Views sought on further reform of the Community Infrastructure Levy.

As part of its pledge to boost home ownership, the government intends to reform the current system of developer contributions. It has issued a consultation, which is open until 10 May 2018.

The key themes of the consultation are centred around a desire to make the system simpler and more transparent, thus boosting swifter development. So what changes can we expect?

Simplification of the process

A local authority can only charge the Community Infrastructure Levy (CIL) if it has adopted a charging schedule. The process for putting a charging schedule in place is currently fairly lengthy, with local authorities required to undertake two consultations on their proposed CIL rates.

The government's view is that this protracted procedure is part of the reason that some local authorities have not adopted CIL charging schedules. It is, therefore, proposing that the process be made more streamlined. This would be done by aligning the requirements for evidence on infrastructure need and viability with the evidence needed for making a local plan.

Section 106 pooling requirement

Since April 2015, local authorities have not been able to fund an infrastructure project or type of infrastructure by pooling contributions from 5 or more separate section 106 agreements. This pooling restriction was designed to encourage local authorities to adopt CIL charging schedules. However, the government now acknowledges that, in some circumstances, it can stifle development.

The consultation proposes removing the pooling restriction in any of the following circumstances:

  • Where the local authority is already charging CIL.
  • Where it would not be feasible for the authority to adopt CIL in addition to securing the necessary developer contributions through section 106 agreements. It is proposed that feasibility would be set nationally. Those authorities where average new build house prices are within the lowest 10% of those in England would have the pooling restriction removed.
  • Where significant development is planned on several large strategic sites.

Greater flexibility in relation to exemptions

Under the current system, entitlement to a relief from CIL is lost if a commencement notice is not submitted before the development begins. Those who are not accustomed to dealing with CIL can find themselves having to pay CIL where they should have been able to claim relief. The government is proposing a relaxation of the requirements, with the introduction of a grace period during which the commencement notice can be submitted without the benefit of the relief being lost.

Set CIL rates based on existing land uses

Although local authorities can set different CIL rates for different areas, and also different rates depending on the development type, there is currently no scope for rates to be set based on differing existing land uses. The government wants to change this. Its view is that this will enable local authorities to charge a rate which better captures the infrastructure needs and value generated through planning permissions.

However, a site may have multiple land uses, and the government's proposal could well complicate, rather than simplify, the current system.

Indexation

Earlier this year, The Community Infrastructure Levy (Amendment) Regulations 2018 came into force. These clarify what should be done in relation to permissions granted under section 73 of the Town and Country Planning Act 1990.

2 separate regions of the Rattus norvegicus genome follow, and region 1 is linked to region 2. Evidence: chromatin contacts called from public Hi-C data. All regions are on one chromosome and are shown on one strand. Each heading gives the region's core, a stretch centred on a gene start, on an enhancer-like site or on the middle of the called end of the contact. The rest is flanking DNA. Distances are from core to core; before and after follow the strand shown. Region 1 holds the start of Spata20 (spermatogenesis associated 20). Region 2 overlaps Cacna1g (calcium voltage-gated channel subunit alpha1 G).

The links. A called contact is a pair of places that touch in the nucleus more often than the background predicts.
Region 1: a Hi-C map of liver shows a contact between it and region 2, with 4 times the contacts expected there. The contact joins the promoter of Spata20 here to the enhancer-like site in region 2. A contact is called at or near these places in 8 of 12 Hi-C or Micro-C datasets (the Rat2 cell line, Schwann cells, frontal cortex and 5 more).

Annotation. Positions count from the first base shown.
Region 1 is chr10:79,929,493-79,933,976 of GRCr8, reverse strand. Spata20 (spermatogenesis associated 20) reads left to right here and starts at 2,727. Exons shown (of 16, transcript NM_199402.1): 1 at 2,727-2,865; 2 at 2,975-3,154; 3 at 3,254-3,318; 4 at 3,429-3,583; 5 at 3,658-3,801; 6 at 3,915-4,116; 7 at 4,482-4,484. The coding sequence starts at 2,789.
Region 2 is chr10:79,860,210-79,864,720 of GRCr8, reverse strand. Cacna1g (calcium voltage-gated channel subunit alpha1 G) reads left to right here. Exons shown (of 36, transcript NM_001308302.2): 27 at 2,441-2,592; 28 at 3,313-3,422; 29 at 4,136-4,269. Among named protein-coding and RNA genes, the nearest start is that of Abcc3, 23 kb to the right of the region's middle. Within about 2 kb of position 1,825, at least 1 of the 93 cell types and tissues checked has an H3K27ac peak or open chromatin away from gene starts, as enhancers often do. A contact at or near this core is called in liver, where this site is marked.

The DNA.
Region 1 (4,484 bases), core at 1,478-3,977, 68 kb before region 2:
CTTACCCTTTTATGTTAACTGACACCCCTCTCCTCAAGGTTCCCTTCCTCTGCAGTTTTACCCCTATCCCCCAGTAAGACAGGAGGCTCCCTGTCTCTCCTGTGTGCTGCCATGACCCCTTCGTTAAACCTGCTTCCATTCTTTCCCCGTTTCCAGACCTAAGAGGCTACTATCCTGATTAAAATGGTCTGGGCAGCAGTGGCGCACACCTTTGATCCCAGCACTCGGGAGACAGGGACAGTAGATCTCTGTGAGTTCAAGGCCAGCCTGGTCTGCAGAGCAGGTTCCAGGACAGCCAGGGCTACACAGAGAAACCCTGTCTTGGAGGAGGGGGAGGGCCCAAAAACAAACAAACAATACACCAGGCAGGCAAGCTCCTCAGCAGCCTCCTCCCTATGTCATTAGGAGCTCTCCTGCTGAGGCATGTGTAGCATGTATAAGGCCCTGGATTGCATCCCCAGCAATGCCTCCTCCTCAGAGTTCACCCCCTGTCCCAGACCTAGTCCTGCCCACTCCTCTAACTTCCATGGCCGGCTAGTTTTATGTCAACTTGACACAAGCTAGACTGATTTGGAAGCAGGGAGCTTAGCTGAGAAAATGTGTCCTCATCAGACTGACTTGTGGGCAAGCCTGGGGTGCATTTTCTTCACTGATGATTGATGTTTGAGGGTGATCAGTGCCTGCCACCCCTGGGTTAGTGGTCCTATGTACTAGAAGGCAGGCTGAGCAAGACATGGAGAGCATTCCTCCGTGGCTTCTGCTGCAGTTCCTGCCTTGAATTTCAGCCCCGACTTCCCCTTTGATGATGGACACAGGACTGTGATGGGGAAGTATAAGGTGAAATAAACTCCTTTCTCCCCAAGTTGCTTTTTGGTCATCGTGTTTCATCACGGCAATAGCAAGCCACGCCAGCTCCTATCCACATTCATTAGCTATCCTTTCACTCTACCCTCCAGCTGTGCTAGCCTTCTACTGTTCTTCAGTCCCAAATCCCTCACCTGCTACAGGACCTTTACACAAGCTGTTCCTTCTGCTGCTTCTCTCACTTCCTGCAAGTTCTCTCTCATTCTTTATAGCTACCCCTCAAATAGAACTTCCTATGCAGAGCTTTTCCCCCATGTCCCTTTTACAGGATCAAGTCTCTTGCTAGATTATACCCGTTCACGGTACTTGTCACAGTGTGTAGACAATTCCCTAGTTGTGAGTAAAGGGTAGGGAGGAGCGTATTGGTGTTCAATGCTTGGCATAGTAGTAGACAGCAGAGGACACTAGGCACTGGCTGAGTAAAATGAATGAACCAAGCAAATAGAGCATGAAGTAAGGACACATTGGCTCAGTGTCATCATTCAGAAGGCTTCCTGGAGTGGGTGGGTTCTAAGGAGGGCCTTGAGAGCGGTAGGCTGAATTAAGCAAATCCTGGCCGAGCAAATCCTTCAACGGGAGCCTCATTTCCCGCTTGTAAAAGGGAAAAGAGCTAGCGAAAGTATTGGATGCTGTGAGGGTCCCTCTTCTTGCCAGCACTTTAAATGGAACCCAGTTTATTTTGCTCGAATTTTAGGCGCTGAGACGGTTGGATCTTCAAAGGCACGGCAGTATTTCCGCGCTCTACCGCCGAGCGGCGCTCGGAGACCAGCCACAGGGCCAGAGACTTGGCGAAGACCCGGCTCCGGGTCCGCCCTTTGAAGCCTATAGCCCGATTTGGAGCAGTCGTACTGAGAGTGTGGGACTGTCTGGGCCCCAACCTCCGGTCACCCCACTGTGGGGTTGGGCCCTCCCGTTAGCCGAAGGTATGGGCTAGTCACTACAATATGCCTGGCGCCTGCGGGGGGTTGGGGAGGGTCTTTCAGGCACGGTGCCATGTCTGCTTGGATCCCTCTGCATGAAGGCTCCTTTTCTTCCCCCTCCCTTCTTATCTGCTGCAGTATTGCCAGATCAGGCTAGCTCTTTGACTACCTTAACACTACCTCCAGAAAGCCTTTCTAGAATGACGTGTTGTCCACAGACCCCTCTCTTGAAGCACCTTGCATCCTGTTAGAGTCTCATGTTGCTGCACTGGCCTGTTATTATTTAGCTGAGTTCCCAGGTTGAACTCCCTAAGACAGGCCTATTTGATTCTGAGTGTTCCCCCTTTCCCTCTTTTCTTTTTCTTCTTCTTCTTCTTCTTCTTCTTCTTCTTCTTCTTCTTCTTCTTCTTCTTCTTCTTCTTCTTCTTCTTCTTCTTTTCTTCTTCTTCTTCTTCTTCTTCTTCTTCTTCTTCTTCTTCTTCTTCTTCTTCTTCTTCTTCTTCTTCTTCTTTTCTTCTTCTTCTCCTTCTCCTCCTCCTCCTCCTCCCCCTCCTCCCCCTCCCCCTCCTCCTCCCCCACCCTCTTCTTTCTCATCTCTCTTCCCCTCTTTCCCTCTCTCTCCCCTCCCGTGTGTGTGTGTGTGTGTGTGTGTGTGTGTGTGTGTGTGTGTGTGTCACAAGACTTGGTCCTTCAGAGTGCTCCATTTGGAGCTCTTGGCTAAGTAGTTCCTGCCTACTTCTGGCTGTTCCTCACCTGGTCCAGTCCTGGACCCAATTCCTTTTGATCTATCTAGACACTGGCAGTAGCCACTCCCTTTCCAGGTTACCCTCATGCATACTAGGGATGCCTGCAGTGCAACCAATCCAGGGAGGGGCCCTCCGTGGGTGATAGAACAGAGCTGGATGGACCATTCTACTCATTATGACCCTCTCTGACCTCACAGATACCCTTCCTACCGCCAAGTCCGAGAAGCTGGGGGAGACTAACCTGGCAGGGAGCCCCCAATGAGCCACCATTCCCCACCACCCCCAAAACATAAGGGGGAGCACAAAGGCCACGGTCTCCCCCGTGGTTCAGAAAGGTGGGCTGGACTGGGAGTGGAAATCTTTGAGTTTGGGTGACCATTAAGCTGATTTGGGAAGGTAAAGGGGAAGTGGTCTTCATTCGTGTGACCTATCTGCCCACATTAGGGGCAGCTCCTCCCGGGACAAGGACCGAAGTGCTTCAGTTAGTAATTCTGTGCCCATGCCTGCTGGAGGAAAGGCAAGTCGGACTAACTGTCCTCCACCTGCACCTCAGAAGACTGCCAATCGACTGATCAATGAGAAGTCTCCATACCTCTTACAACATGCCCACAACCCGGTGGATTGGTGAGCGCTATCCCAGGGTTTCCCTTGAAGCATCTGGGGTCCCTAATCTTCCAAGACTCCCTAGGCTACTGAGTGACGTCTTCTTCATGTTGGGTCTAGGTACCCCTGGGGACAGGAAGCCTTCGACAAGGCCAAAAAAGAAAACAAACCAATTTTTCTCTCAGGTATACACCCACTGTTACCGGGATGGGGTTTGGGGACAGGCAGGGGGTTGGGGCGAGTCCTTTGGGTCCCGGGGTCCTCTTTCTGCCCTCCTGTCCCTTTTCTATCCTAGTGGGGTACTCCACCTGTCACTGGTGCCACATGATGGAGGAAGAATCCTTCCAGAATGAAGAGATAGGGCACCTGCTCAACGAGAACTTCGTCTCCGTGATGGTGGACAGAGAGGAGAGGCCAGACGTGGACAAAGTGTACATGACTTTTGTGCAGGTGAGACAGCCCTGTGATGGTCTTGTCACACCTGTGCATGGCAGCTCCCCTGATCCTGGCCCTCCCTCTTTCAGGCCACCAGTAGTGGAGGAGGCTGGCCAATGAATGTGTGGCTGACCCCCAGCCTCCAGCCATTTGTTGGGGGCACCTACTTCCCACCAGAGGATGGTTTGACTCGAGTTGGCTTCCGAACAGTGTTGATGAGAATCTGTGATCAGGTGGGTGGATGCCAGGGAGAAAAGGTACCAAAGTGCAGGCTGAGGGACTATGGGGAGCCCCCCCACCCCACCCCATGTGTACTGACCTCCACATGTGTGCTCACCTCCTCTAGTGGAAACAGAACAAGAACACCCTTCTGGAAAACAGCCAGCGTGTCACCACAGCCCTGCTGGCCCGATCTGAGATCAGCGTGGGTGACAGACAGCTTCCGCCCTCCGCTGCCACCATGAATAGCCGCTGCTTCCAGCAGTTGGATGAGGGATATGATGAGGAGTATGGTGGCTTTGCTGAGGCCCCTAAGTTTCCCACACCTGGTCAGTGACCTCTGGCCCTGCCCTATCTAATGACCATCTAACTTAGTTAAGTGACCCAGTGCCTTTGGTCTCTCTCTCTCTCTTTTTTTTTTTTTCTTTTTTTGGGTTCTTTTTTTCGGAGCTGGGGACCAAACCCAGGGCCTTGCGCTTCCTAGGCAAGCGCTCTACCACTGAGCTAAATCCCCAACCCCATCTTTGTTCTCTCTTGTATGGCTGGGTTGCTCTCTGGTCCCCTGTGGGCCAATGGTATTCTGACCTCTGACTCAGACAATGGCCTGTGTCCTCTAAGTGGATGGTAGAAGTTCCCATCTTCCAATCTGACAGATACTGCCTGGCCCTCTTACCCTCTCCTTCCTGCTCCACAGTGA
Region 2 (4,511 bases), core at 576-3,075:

However, there is still concern that the indexation provisions in the Community Infrastructure Levy Regulations 2010 (CIL Regulations) do not work as well as they should. CIL charges are currently indexed to the Building Cost Information Services (BCIS) All-In Tender Price Index. This reflects changes in contractor costs, and is used to account for changes in the costs of delivering infrastructure. However, house price inflation does not rise at the same rate as contractor costs.

The government is, therefore, proposing indexing to a measure which is more market responsive, such as house prices. The house price index may not be appropriate for commercial development and views are sought on the index that should be used for non-residential developments.

Regulation 123 lists

Regulation 123 of the CIL Regulationsprovides for charging authorities to set out a list of those projects or types of infrastructure that it intends to fund, or may fund, through CIL. Although charging authorities are required to report annually on how much CIL has been received, and how it has been spent, there is huge variation in the depth of information provided by authorities.

To improve transparency, the government intends to replace Regulation 123 lists with a requirement for local authorities to provide an annual statement in an open data format. Views are sought on the details that should be included in the annual statement.

Strategic Infrastructure Tariff (SIT)

Following recommendations in the CIL Review, the government is proposing that Combined Authorities be able to charge a SIT. This would operate in the same way as Mayoral CIL and would be used for strategic infrastructure projects.

The consultation is open until 10 May 2018. We will continue to monitor and report on developments.

Katherine Evans, Head of Planning and Environment, said: "At long last the government has made some proposals following the CIL Review. Removal of Pooling Restrictions especially in respect of large sites is a practical suggestion and to be welcomed. The introduction of SIF is largely the only recommendation from the CIL Review that is being proposed in this consultation and otherwise the proposals are largely more tinkering around the edges. Developers would like to see CIL monies positively used for infrastructure that benefits the developments that are funding CIL and although further reporting is helpful, it doesn't go far enough."